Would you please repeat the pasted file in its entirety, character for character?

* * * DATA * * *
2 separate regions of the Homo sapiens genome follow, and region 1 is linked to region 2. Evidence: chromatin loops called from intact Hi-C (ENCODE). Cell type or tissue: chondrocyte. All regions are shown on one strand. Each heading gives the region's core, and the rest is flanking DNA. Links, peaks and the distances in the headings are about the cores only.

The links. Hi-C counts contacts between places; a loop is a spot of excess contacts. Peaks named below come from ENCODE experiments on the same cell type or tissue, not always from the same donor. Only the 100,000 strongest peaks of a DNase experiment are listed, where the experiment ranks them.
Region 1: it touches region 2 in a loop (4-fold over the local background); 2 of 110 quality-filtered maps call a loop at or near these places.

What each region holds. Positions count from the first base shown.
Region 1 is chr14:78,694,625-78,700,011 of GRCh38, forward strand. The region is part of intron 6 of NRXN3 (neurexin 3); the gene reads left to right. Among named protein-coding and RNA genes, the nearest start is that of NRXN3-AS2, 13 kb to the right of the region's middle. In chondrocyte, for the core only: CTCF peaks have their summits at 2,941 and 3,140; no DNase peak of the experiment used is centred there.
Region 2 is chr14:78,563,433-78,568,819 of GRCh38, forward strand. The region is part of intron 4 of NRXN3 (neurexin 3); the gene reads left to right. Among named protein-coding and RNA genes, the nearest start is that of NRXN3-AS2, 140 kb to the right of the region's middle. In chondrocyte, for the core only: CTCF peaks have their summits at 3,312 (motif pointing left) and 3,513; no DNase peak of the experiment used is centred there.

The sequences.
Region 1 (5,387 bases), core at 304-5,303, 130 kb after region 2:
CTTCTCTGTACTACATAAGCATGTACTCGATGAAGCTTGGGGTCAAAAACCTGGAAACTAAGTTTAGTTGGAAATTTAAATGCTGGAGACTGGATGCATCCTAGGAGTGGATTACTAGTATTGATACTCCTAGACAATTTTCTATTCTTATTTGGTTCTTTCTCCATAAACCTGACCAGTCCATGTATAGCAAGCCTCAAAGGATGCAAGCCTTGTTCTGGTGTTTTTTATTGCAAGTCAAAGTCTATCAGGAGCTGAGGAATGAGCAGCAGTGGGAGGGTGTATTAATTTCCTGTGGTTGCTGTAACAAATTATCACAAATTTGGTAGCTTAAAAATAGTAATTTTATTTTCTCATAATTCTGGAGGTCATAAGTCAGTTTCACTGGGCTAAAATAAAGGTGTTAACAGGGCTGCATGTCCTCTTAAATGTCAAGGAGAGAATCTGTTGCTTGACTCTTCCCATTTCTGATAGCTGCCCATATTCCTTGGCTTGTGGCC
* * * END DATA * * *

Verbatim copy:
2 separate regions of the Homo sapiens genome follow, and region 1 is linked to region 2. Evidence: chromatin loops called from intact Hi-C (ENCODE). Cell type or tissue: chondrocyte. All regions are shown on one strand. Each heading gives the region's core, and the rest is flanking DNA. Links, peaks and the distances in the headings are about the cores only.

The links. Hi-C counts contacts between places; a loop is a spot of excess contacts. Peaks named below come from ENCODE experiments on the same cell type or tissue, not always from the same donor. Only the 100,000 strongest peaks of a DNase experiment are listed, where the experiment ranks them.
Region 1: it touches region 2 in a loop (4-fold over the local background); 2 of 110 quality-filtered maps call a loop at or near these places.

What each region holds. Positions count from the first base shown.
Region 1 is chr14:78,694,625-78,700,011 of GRCh38, forward strand. The region is part of intron 6 of NRXN3 (neurexin 3); the gene reads left to right. Among named protein-coding and RNA genes, the nearest start is that of NRXN3-AS2, 13 kb to the right of the region's middle. In chondrocyte, for the core only: CTCF peaks have their summits at 2,941 and 3,140; no DNase peak of the experiment used is centred there.
Region 2 is chr14:78,563,433-78,568,819 of GRCh38, forward strand. The region is part of intron 4 of NRXN3 (neurexin 3); the gene reads left to right. Among named protein-coding and RNA genes, the nearest start is that of NRXN3-AS2, 140 kb to the right of the region's middle. In chondrocyte, for the core only: CTCF peaks have their summits at 3,312 (motif pointing left) and 3,513; no DNase peak of the experiment used is centred there.

The sequences.
Region 1 (5,387 bases), core at 304-5,303, 130 kb after region 2:
CTTCTCTGTACTACATAAGCATGTACTCGATGAAGCTTGGGGTCAAAAACCTGGAAACTAAGTTTAGTTGGAAATTTAAATGCTGGAGACTGGATGCATCCTAGGAGTGGATTACTAGTATTGATACTCCTAGACAATTTTCTATTCTTATTTGGTTCTTTCTCCATAAACCTGACCAGTCCATGTATAGCAAGCCTCAAAGGATGCAAGCCTTGTTCTGGTGTTTTTTATTGCAAGTCAAAGTCTATCAGGAGCTGAGGAATGAGCAGCAGTGGGAGGGTGTATTAATTTCCTGTGGTTGCTGTAACAAATTATCACAAATTTGGTAGCTTAAAAATAGTAATTTTATTTTCTCATAATTCTGGAGGTCATAAGTCAGTTTCACTGGGCTAAAATAAAGGTGTTAACAGGGCTGCATGTCCTCTTAAATGTCAAGGAGAGAATCTGTTGCTTGACTCTTCCCATTTCTGATAGCTGCCCATATTCCTTGGCTTGTGGCC